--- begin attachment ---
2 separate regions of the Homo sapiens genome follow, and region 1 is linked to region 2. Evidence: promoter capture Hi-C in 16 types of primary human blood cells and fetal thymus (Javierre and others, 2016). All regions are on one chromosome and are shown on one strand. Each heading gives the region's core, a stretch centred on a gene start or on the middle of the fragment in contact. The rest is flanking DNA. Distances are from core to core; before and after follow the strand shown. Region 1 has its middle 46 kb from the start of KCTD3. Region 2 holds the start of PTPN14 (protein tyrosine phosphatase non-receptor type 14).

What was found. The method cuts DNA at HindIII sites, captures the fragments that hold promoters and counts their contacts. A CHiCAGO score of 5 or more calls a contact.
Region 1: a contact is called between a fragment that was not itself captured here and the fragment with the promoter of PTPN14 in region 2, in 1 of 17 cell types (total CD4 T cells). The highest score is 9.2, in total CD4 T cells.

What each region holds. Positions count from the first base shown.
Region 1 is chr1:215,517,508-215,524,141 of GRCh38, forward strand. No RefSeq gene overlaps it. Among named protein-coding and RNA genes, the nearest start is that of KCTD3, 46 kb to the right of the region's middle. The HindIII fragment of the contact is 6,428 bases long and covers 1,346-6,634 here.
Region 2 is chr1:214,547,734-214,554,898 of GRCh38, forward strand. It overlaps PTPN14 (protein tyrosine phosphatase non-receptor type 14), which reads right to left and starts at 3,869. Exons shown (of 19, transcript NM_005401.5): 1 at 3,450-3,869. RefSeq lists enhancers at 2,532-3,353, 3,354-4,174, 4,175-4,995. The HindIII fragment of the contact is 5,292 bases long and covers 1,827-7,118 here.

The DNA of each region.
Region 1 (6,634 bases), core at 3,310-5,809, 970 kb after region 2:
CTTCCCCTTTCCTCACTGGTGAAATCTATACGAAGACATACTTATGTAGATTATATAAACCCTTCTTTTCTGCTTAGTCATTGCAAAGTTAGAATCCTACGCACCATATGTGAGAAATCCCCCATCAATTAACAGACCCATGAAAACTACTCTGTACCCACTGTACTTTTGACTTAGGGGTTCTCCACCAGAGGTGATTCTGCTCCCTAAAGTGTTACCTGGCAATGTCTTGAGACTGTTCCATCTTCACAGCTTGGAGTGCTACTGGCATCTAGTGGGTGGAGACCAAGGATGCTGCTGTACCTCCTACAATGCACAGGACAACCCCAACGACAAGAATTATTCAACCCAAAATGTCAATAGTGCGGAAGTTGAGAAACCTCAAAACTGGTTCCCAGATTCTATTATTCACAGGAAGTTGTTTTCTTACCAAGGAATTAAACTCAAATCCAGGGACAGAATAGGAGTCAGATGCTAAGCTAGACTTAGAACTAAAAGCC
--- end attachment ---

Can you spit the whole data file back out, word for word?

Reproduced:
2 separate regions of the Homo sapiens genome follow, and region 1 is linked to region 2. Evidence: promoter capture Hi-C in 16 types of primary human blood cells and fetal thymus (Javierre and others, 2016). All regions are on one chromosome and are shown on one strand. Each heading gives the region's core, a stretch centred on a gene start or on the middle of the fragment in contact. The rest is flanking DNA. Distances are from core to core; before and after follow the strand shown. Region 1 has its middle 46 kb from the start of KCTD3. Region 2 holds the start of PTPN14 (protein tyrosine phosphatase non-receptor type 14).

What was found. The method cuts DNA at HindIII sites, captures the fragments that hold promoters and counts their contacts. A CHiCAGO score of 5 or more calls a contact.
Region 1: a contact is called between a fragment that was not itself captured here and the fragment with the promoter of PTPN14 in region 2, in 1 of 17 cell types (total CD4 T cells). The highest score is 9.2, in total CD4 T cells.

What each region holds. Positions count from the first base shown.
Region 1 is chr1:215,517,508-215,524,141 of GRCh38, forward strand. No RefSeq gene overlaps it. Among named protein-coding and RNA genes, the nearest start is that of KCTD3, 46 kb to the right of the region's middle. The HindIII fragment of the contact is 6,428 bases long and covers 1,346-6,634 here.
Region 2 is chr1:214,547,734-214,554,898 of GRCh38, forward strand. It overlaps PTPN14 (protein tyrosine phosphatase non-receptor type 14), which reads right to left and starts at 3,869. Exons shown (of 19, transcript NM_005401.5): 1 at 3,450-3,869. RefSeq lists enhancers at 2,532-3,353, 3,354-4,174, 4,175-4,995. The HindIII fragment of the contact is 5,292 bases long and covers 1,827-7,118 here.

The DNA of each region.
Region 1 (6,634 bases), core at 3,310-5,809, 970 kb after region 2:
CTTCCCCTTTCCTCACTGGTGAAATCTATACGAAGACATACTTATGTAGATTATATAAACCCTTCTTTTCTGCTTAGTCATTGCAAAGTTAGAATCCTACGCACCATATGTGAGAAATCCCCCATCAATTAACAGACCCATGAAAACTACTCTGTACCCACTGTACTTTTGACTTAGGGGTTCTCCACCAGAGGTGATTCTGCTCCCTAAAGTGTTACCTGGCAATGTCTTGAGACTGTTCCATCTTCACAGCTTGGAGTGCTACTGGCATCTAGTGGGTGGAGACCAAGGATGCTGCTGTACCTCCTACAATGCACAGGACAACCCCAACGACAAGAATTATTCAACCCAAAATGTCAATAGTGCGGAAGTTGAGAAACCTCAAAACTGGTTCCCAGATTCTATTATTCACAGGAAGTTGTTTTCTTACCAAGGAATTAAACTCAAATCCAGGGACAGAATAGGAGTCAGATGCTAAGCTAGACTTAGAACTAAAAGCC